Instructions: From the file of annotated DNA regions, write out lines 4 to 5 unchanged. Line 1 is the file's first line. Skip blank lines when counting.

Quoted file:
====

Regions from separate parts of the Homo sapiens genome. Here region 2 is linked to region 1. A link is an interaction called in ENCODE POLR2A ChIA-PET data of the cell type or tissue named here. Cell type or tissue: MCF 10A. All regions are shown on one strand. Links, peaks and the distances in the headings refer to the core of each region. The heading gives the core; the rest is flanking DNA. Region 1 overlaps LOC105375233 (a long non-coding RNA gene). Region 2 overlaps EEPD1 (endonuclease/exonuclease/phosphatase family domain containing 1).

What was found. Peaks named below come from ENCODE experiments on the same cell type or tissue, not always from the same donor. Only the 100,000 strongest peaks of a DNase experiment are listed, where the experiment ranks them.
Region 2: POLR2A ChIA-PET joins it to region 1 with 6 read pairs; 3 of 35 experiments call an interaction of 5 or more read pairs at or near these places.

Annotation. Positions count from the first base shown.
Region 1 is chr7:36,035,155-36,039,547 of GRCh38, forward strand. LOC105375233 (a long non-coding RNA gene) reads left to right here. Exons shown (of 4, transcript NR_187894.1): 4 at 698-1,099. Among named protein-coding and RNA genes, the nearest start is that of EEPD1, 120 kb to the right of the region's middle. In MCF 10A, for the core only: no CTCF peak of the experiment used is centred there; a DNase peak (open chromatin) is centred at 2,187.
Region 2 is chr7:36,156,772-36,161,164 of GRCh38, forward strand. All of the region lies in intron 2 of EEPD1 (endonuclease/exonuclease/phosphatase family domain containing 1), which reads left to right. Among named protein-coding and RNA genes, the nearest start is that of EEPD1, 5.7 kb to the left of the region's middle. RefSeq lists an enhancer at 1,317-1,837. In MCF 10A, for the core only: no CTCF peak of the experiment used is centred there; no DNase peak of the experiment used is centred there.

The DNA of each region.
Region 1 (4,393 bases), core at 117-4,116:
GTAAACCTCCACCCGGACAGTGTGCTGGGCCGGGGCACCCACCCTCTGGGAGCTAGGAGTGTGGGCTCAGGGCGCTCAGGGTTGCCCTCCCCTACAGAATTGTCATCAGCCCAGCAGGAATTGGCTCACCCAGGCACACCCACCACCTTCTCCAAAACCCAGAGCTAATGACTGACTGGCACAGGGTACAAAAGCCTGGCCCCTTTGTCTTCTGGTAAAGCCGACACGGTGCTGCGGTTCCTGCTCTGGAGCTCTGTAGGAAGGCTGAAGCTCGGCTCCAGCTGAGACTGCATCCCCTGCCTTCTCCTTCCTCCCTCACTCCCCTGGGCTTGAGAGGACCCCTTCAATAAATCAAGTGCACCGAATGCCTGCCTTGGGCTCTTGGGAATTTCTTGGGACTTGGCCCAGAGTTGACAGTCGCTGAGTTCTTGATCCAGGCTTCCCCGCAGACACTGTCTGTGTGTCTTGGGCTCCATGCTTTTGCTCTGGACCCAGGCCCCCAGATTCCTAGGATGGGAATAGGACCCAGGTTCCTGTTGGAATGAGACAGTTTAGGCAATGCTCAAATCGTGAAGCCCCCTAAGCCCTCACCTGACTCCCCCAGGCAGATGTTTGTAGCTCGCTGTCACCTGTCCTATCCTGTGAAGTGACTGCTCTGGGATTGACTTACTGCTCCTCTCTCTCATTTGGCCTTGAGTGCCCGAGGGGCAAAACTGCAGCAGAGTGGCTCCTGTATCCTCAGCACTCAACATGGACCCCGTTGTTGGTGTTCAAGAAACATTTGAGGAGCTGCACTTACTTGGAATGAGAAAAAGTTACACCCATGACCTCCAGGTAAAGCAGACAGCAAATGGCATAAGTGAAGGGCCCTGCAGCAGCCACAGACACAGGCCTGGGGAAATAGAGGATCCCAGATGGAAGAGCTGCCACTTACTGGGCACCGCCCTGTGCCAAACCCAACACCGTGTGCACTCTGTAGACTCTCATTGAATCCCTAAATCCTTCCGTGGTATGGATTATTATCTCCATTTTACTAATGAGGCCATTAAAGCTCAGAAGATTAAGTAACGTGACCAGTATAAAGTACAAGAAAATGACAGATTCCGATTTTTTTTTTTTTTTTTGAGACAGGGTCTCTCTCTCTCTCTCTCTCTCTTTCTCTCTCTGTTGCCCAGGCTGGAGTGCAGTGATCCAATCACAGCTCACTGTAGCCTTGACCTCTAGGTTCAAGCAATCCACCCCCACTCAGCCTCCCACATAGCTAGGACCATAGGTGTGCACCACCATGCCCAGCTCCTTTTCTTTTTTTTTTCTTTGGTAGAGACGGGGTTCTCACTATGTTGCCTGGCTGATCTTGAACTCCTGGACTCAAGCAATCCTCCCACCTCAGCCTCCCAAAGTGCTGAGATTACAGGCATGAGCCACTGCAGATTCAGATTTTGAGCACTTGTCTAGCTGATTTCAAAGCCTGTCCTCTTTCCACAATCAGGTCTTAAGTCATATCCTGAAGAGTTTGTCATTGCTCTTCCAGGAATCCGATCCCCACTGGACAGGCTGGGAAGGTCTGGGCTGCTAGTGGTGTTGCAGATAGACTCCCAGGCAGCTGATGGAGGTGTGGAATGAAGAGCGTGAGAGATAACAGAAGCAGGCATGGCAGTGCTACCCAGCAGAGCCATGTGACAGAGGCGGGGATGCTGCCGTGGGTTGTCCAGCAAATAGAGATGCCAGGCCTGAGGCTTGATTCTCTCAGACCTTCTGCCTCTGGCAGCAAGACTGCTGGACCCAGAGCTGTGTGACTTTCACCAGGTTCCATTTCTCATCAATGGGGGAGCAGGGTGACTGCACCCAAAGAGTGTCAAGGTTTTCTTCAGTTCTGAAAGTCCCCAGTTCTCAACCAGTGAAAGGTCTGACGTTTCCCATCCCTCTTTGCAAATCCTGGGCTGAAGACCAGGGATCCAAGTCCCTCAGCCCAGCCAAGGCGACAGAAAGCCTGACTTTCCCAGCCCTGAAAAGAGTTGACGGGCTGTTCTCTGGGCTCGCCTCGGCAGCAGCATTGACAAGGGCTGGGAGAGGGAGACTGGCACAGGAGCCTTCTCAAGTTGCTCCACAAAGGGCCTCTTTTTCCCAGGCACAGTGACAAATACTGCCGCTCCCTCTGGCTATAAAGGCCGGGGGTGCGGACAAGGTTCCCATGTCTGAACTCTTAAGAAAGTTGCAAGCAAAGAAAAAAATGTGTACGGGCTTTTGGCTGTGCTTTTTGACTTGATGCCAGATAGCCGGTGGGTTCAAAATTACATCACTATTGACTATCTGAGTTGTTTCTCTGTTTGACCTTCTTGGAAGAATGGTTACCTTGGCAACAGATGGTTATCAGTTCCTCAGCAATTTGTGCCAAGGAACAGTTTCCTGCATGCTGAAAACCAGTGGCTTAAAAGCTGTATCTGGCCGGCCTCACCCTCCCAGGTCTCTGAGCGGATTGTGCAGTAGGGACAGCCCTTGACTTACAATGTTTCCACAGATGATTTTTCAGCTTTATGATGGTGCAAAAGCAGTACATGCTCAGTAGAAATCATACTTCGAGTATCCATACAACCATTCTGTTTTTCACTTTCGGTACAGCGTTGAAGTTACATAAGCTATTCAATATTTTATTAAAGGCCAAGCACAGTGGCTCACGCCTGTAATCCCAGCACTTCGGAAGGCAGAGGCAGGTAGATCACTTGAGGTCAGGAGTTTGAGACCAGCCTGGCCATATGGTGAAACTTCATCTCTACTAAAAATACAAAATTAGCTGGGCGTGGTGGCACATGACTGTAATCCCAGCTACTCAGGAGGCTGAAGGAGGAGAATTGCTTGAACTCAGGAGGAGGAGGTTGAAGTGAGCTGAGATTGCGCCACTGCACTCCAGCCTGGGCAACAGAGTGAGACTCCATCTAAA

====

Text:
Annotation. Positions count from the first base shown.
Region 1 is chr7:36,035,155-36,039,547 of GRCh38, forward strand. LOC105375233 (a long non-coding RNA gene) reads left to right here. Exons shown (of 4, transcript NR_187894.1): 4 at 698-1,099. Among named protein-coding and RNA genes, the nearest start is that of EEPD1, 120 kb to the right of the region's middle. In MCF 10A, for the core only: no CTCF peak of the experiment used is centred there; a DNase peak (open chromatin) is centred at 2,187.